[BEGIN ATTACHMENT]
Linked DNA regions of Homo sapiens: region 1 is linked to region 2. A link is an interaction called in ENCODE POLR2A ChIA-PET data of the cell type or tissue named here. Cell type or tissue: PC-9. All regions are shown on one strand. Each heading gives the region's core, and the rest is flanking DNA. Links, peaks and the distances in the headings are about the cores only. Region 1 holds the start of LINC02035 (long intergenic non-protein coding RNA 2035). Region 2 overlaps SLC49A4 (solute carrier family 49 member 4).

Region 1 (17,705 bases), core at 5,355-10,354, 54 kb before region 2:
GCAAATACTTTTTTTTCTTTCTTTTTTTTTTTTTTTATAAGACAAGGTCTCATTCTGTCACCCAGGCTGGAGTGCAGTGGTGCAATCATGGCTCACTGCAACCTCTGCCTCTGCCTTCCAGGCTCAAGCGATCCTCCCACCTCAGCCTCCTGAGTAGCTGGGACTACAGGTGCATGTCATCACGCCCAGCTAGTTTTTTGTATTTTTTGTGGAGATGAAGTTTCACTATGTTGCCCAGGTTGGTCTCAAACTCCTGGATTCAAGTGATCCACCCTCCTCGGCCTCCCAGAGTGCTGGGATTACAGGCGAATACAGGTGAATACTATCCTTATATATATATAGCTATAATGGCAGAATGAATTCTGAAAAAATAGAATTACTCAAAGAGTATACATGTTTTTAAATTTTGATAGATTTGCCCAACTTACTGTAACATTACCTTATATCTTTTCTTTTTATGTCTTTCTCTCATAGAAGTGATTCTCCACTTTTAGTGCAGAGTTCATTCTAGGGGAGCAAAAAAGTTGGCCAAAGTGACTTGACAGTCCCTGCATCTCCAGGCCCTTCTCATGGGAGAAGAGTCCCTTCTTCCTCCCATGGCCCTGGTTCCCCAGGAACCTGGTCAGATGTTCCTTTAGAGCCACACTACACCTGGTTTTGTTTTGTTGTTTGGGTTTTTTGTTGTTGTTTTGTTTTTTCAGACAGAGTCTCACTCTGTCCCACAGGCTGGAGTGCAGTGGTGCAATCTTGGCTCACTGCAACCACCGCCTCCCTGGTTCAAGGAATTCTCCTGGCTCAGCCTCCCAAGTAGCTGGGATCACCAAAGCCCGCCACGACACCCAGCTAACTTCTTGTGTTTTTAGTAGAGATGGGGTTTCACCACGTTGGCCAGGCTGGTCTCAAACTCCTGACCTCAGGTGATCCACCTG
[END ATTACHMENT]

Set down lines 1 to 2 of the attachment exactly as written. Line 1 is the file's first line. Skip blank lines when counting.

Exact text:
Linked DNA regions of Homo sapiens: region 1 is linked to region 2. A link is an interaction called in ENCODE POLR2A ChIA-PET data of the cell type or tissue named here. Cell type or tissue: PC-9. All regions are shown on one strand. Each heading gives the region's core, and the rest is flanking DNA. Links, peaks and the distances in the headings are about the cores only. Region 1 holds the start of LINC02035 (long intergenic non-protein coding RNA 2035). Region 2 overlaps SLC49A4 (solute carrier family 49 member 4).

Region 1 (17,705 bases), core at 5,355-10,354, 54 kb before region 2: